The Rock, Barbary apes, dolphin safaris, sailing, bird watching, diving, Europa Point, beaches, St Michael's Cave, Alameda Botanical Gardens, Casemates Square, Devil's Tongue Battery, Great Siege Tunnels, Jew’s Gate Cemetery, swimming, walking, John & Yoko's wedding, Mary Celeste, Med Steps, yachting, Tower of Homage, O'Hara's Battery, World War II Tunnels, churches, Cable Car, Catalan Bay village, Llanito, offshore banking, cycling …
Medical and Health
The UK has special healthcare arrangements with the Gibraltar Health Care Authority which means that visitors to the island for stays up to 30 days can get access to urgent medical treatment.
Documents needed: UK passport. Non-UK nationals need a European Health Insurance Card (EHIC).
Doctors and Dentists
GPs, medical care and dental treatment are available at the Primary Care Centre. There’s a small charge for limited emergency services available at the centre, and a nominal fee for house calls.
Only emergency dental treatment is free under the scheme.
Not surprising for a tax haven, there are plenty of small private clinics and dental surgeries in Gibraltar. Private treatment is expensive and not covered by the UK health agreement or standard travel insurance unless agreed by your insurer.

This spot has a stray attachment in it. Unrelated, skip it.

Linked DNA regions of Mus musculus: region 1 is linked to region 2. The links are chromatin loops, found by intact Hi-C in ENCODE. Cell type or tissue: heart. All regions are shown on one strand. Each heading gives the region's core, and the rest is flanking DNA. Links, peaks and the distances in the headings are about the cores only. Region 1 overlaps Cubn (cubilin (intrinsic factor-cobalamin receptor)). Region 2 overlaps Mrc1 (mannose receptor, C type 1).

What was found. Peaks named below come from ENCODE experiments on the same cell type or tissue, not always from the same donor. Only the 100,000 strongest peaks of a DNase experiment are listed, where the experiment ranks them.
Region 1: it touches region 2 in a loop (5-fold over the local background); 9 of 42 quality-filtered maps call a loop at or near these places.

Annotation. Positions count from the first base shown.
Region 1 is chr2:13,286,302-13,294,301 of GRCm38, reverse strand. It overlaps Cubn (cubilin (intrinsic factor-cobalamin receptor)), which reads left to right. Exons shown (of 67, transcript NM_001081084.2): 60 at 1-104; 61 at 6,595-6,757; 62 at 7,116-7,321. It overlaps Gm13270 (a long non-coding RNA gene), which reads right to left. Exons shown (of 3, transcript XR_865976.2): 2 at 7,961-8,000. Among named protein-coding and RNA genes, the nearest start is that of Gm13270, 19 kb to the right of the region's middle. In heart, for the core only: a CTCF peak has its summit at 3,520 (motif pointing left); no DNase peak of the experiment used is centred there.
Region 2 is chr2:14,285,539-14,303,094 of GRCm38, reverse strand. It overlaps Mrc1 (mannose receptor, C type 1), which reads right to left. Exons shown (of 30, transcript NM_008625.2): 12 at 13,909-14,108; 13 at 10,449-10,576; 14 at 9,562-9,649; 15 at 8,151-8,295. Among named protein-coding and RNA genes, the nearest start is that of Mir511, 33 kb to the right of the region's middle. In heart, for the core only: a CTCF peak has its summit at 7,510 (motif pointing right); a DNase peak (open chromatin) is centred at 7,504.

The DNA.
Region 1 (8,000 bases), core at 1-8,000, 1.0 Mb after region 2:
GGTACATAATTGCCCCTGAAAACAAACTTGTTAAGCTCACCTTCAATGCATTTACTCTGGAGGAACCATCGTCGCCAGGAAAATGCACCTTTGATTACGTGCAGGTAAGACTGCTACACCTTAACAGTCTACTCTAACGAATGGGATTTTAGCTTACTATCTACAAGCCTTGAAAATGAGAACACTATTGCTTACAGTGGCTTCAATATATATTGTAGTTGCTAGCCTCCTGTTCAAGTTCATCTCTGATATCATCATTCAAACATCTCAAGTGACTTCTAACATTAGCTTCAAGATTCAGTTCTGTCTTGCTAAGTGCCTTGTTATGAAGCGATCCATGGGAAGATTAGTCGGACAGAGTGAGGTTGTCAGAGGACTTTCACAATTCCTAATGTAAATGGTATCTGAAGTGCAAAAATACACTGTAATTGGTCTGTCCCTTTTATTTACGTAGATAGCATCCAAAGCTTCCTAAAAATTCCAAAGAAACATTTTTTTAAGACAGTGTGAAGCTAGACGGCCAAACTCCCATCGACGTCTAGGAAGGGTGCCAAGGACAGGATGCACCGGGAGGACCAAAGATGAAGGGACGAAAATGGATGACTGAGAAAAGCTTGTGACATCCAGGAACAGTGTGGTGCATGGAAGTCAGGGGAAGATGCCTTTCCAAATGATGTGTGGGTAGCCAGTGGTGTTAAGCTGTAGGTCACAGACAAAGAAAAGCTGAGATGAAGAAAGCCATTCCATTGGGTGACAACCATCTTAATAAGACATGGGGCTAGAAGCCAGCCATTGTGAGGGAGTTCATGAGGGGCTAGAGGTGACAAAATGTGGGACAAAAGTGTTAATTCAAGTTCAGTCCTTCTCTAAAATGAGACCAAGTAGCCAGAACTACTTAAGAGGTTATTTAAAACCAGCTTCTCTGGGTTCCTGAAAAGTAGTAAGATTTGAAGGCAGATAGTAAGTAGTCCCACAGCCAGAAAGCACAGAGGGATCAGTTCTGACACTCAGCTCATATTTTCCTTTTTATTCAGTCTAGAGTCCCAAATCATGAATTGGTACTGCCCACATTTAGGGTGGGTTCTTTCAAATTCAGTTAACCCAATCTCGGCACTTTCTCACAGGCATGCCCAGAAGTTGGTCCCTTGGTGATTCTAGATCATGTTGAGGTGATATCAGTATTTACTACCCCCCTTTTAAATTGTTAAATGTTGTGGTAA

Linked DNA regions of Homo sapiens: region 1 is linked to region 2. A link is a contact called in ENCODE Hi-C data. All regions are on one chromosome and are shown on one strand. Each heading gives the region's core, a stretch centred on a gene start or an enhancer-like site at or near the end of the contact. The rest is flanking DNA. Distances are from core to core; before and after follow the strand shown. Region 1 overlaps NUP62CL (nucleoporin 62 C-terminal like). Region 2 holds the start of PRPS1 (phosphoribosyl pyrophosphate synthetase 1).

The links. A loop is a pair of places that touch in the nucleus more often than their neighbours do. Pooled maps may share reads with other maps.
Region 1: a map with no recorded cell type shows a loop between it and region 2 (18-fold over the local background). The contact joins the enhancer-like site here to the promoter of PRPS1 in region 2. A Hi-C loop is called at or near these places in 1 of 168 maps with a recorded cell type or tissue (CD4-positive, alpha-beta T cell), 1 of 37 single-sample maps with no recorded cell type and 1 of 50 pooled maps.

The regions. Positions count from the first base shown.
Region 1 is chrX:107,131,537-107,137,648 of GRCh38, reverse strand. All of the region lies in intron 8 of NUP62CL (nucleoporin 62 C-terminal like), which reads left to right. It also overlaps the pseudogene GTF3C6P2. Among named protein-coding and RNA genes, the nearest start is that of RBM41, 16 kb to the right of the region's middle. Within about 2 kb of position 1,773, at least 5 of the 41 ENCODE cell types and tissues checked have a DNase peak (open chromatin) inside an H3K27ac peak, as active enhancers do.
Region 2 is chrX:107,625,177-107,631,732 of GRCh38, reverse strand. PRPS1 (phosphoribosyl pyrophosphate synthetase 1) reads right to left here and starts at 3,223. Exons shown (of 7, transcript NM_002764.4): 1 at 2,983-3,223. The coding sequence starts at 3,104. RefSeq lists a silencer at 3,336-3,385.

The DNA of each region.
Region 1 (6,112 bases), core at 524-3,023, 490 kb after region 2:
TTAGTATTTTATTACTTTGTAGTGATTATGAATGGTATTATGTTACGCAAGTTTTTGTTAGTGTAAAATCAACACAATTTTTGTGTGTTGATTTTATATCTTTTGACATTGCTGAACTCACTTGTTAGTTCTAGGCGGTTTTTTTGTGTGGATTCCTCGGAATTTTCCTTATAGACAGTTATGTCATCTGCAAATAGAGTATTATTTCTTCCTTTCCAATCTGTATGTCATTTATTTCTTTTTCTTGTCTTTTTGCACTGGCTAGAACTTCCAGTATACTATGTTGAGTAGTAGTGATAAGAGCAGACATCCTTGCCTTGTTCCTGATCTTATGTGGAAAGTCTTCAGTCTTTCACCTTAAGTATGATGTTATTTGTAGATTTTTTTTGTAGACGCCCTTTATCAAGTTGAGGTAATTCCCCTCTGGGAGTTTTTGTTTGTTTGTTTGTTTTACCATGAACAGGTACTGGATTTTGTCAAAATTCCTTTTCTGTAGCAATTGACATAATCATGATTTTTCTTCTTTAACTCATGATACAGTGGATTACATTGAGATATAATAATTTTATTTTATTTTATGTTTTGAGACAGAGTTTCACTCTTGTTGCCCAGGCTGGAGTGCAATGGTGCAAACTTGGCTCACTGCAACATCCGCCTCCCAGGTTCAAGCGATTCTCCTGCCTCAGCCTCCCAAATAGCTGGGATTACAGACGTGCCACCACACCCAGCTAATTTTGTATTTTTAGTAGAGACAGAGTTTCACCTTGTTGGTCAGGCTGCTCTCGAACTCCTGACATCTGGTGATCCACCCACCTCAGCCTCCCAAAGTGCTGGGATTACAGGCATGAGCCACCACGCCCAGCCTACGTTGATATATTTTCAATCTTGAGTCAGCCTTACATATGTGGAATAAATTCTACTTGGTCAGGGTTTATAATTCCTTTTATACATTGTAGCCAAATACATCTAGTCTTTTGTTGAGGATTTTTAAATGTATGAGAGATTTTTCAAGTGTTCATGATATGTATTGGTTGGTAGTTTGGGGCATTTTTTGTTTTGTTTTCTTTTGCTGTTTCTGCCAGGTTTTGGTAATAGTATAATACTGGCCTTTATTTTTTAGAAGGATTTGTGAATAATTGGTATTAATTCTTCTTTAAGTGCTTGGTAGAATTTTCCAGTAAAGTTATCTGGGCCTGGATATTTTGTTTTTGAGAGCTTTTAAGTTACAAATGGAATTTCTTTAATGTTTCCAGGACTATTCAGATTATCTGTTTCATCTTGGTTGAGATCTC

You’ll still need travel insurance for things like personal accident if you take a tumble down the Med Steps, and for cancellation or curtailment, if you have to cut short your trip because of ill health and want to fly home sooner than planned.
Hospital Treatment and Ambulance Costs
Your travel insurance company will usually waive the excess if you use the EHIC (the old E111 Form) and need to claim for medical emergency expenses.
Lots of visitors to the island go on day trips to nearby Spain, so the EU medical card would come in handy if you fall sick or get injured there.
Ambulance: The emergency telephone number for calling for an ambulance is 190. Emergency transport is free.
There are plenty of well stocked pharmacies on the island, including one at St Bernard's Hospital and the Primary Care Centre.
You’ll pay a small charge for each item of medicine, as long as it’s on the approved list. Free for pensioners.
Check if generic versions - not the original - medicines are available. Just as effective but cheaper to buy, unless your doctor recommends the original.